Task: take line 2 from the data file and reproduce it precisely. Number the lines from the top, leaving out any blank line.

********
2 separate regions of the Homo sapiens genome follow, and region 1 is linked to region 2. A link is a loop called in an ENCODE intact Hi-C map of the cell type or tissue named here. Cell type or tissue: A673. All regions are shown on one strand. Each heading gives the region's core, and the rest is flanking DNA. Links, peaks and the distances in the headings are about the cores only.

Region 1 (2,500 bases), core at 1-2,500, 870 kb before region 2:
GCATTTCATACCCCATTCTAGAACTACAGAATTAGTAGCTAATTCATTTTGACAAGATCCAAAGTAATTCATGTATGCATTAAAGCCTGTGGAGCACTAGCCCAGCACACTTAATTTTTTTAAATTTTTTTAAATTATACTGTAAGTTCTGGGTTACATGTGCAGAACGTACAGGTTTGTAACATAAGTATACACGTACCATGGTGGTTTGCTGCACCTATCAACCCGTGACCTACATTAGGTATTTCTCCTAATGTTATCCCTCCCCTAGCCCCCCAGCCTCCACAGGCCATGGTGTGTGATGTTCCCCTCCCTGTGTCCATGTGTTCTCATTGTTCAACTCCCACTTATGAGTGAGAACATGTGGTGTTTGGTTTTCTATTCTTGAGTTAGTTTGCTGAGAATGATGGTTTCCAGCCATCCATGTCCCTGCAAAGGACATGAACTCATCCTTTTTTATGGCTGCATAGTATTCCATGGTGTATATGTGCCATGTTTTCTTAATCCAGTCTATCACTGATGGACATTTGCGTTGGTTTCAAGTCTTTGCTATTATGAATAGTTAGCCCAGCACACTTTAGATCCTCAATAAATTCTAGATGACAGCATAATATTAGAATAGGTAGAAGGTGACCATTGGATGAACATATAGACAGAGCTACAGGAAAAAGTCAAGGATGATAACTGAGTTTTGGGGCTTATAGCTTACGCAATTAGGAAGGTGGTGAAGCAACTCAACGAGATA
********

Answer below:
Region 1 (2,500 bases), core at 1-2,500, 870 kb before region 2: